or burgundy flowers are carried atop long, strong stems. As with other annual
scabiosas, it can take a while to harvest of bunch of these flowers.

Zinnia font-style:normal'>. It has been several years since we have had cultivars of
the popular zinnia submitted in the trial, so it was great to evaluate 'Sun
Cherry' and 'Sun Yellow' (Takii). Trialers noted that both had a high
proportion of large, heavily double flowers on productive plants. As with other
large flowered zinnia cultivars, powdery mildew was still a problem.

Lisianthus font-style:normal'>. A number of the 18 cultivars in the trial struck a cord
with the participants, including several unnamed experimental cultivars. The
richly colored 'Twinkle Deep Blue' from Goldsmith and the charming spray type
'Alice White' from American Takii performed well in the trials.

Perennial Trial

Helenium font-style:normal'>. 'Helena Gold' and 'Helena Red Shades' performed
exceptionally well in the first year, producing large numbers of stems
averaging 27 inches long. The durable plants survived the summer well and were
scored very high by the participants. Helena Gold produced sprays of bright
gold, and Helena Red Shades had bronze/yellow bicolored flowers. Trialers noted
that the number of flowers per spray varied, complicating harvest and bunching.

Eupatorium font-style:normal'>. In the second year, Eupatorium candidum continued to
perform well, producing Á stems up to 3 feet that were topped with
beautiful silvery pink flower clusters. Unlike other eupatoriums, E. candidum
stayed a manageable size in year two, yielding more than six stems per plant.
We noted a problem, however, with aster yellows disease in our plantings. The
postharvest life was phenomenal, however, with cut stems lasting 19 or more

Physostegia font-style:normal'>. 'Summer Spires' was also impressive in the second year. It
produced large numbers of bright pink flowers on multibranched 28-inch stems.
Both plants were quite hardy, as 100 percent survived the winter for our trial

Cut Flowers of the Year

For tried and true field cuts, consider the ASCFG Cut
Flowers of the Year. Each year, the ASCFG membership selects one cultivar to
recognize as the "Fresh Cut Flower of the Year" and another as
"Dried Cut Flower of the Year." Plant materials are selected on the
basis of reliability, adaptability, overall quality and suitability as a cut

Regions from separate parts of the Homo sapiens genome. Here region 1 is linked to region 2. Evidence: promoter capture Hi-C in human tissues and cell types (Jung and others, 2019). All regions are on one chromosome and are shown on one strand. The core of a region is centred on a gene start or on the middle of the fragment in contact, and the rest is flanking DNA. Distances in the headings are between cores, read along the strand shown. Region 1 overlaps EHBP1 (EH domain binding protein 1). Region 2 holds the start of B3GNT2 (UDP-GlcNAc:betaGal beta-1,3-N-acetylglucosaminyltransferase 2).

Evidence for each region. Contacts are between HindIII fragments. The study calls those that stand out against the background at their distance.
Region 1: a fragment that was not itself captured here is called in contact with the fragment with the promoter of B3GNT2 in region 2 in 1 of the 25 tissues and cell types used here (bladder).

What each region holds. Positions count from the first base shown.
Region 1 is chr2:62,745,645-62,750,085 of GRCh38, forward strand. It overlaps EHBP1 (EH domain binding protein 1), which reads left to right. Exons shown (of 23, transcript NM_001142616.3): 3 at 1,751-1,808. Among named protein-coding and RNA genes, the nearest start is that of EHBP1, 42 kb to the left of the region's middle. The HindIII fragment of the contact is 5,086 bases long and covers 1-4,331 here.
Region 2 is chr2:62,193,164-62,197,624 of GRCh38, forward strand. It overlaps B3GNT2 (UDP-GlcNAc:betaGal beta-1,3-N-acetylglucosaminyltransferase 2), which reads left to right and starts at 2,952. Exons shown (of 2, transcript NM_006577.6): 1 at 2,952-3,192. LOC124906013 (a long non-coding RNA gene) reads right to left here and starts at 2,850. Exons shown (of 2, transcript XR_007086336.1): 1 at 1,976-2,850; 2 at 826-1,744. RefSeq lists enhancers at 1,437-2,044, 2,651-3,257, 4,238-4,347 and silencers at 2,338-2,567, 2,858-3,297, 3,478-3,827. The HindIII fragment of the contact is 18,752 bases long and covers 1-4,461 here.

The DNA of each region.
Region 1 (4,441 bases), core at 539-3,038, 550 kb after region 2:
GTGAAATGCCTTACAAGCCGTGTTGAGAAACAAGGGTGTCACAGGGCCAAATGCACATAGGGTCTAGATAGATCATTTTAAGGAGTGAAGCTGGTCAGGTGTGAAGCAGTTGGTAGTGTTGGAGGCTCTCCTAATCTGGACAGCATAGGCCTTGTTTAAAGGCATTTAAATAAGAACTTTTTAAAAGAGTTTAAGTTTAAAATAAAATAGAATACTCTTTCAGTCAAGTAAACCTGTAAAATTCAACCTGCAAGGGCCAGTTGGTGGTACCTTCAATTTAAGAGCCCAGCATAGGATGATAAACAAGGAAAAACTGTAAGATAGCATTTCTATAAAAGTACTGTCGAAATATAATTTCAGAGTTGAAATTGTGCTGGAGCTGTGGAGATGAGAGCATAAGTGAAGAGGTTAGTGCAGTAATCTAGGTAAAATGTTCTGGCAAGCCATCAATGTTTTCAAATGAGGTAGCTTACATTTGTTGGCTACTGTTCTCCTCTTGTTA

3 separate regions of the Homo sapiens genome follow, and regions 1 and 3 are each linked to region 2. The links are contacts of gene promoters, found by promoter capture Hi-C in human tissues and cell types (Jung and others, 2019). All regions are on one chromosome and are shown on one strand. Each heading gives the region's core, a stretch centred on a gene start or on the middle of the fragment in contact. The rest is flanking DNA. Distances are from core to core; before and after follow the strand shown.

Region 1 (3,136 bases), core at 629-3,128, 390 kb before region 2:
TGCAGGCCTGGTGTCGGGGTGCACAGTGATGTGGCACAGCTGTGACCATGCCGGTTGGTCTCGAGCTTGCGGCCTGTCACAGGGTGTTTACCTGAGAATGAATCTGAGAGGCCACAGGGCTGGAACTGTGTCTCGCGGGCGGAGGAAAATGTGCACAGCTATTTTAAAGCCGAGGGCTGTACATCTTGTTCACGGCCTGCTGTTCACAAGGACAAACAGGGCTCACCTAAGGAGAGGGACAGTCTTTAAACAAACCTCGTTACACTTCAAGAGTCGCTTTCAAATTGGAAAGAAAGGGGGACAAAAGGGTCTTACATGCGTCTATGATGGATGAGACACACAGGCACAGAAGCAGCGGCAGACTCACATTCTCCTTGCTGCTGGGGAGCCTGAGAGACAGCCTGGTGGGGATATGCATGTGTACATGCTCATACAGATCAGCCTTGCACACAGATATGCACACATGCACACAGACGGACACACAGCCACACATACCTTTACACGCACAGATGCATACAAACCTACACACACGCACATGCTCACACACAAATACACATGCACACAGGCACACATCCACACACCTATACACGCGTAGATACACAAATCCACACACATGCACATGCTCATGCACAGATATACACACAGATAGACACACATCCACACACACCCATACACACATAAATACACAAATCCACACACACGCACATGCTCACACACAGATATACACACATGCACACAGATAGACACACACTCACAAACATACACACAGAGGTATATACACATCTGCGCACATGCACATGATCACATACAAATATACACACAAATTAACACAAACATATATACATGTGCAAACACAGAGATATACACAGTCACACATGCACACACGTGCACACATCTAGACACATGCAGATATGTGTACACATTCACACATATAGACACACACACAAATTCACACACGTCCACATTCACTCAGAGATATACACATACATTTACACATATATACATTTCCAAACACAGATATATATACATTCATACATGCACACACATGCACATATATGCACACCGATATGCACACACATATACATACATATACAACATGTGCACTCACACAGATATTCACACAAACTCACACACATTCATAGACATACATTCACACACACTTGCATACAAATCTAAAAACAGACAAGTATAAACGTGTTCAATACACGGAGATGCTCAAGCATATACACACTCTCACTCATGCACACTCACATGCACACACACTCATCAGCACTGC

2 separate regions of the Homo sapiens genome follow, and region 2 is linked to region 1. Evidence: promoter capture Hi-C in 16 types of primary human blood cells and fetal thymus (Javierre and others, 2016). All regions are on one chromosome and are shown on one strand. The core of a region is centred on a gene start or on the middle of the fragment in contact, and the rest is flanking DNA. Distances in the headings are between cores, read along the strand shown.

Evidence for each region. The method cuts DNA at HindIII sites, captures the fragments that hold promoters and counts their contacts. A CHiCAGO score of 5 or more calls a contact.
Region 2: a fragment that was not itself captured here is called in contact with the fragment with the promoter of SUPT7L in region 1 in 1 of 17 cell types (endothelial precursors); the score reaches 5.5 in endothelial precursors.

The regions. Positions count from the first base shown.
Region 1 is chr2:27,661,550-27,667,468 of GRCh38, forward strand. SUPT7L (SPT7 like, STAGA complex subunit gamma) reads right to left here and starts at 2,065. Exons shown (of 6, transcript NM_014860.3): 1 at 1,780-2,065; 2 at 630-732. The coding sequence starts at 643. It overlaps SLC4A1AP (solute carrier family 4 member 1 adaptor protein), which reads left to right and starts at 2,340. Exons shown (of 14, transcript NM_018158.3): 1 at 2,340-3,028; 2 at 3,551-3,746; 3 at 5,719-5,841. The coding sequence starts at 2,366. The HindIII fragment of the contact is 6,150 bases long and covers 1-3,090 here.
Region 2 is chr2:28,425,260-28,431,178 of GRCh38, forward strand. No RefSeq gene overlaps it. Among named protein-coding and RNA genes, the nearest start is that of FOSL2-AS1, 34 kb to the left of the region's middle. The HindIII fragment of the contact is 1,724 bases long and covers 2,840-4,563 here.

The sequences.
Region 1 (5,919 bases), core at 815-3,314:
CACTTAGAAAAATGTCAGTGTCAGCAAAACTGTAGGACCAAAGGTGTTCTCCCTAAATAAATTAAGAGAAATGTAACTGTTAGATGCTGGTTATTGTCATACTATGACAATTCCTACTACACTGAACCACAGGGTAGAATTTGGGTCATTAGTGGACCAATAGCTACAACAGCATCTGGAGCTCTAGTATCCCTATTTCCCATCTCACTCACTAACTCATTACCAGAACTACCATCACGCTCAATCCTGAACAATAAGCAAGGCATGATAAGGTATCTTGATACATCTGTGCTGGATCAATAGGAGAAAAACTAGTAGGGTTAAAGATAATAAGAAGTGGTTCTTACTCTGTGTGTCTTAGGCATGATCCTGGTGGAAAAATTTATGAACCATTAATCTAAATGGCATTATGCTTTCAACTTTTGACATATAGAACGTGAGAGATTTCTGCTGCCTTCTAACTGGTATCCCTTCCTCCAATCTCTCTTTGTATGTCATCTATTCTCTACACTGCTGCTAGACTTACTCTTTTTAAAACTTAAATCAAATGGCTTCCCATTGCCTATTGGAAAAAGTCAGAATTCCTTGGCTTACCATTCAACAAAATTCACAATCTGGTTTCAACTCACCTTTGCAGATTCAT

Fresh Cut Flower of the Year style='font-weight:normal;font-style:normal'>. Blue has always been an uncommon
and cool color in the cut flower industry, and ageratum 'Blue Horizon' delivers
it. The very uniform, 30-inch tall plants produce many long-lasting, 3-inch,
medium-blue flower Á

clusters on long, strong stems. This cultivar grows well in
any fertile, well-drained soil in full sun. For season-long production, put in
a new planting every 3-4 weeks, as the head size and stem diameter of older
plantings will decrease with plant age, especially in the South. Blue Horizon
can also be grown in the greenhouse; a layer of netting may be helpful.

Maryland grower Roxana Whitt says, "Blue Horizon
ageratum works well in bouquets for us and is superior to other ageratums we've
tried." Indiana cut flower grower Beverly Sharritt says, "We had an
increased demand for it from our florist customers this summer and will
increase production for 2003."

Dried Cut Flower of the Year style='font-weight:normal;font-style:normal'>. Woody cuts continue to grab the
attention of cut flower growers and cut flower buyers around the country.
Hydrangea paniculata produces strikingly large pyramidal clusters of white to
pale pink flowers that lend themselves quite well to preserving and drying. The
flowers can also be artificially colored or allowed to age to pink or green.
Valued for its vigor and wide range (Zones 3-8), H. paniculata is also quite
popular as a fresh cut. Many great cultivars of paniculata are available:
'Grandiflora' (PG or PeeGee hydrangea) and 'Praecox' can be used to start the
season in early to midsummer, and 'Tardiva' can finish it in early fall. Other
cultivars are available; try them to find your favorite.

"PG hydrangea pays my bills in October. My customers
start asking for it by early August, and by the time I finally have flowers
that are Á ready for drying, the anticipation has reached a fever
pitch," says Susan O'Connell of Fertile Crescent Farm, Hardwick, Vt.

Joanne Harrison of Harrison Flowers, Hood River, Ore.,
reports: "My customers buy it any way I offer it -- fresh, almost dry,
preserved (with supplemental color) or air-dried. I use it fresh in large
bouquets and arrangements and save the dried and preserved stems for use in
holiday wreaths and winter arrangements."

The author would like to thank all of the evaluators who
returned their trial reports and the seed and perennial suppliers for providing
great plant materials. Compliments to Chaz Gill (Kennebec Flower Farm and
Nursery), Betsy Hitt (Peregrine Farm), Vicki Stamback (Bear Creek Farm) and Bob
Wollam (Wollam Gardens), who all participated in both the seed and perennials
trials and returned evaluations on all of their trial plants. Also to Betty
Coleman for laboriously typing in everyone's comments, Ingram McCall for data
analysis and for taking care of the NC State portion of the trials and Frankie
Fanelli, Diane Mays, Lane Greer and Sarah Lane for assisting with the NCSU
trials. Thanks to everyone for making this important service for cut flower
growers possible.

About The Author

John Dole is a professor in the Department of Horticultural Science at North Carolina State University, Raleigh, N.C. He may be reached by phone at (919) 515-3537 or E-mail at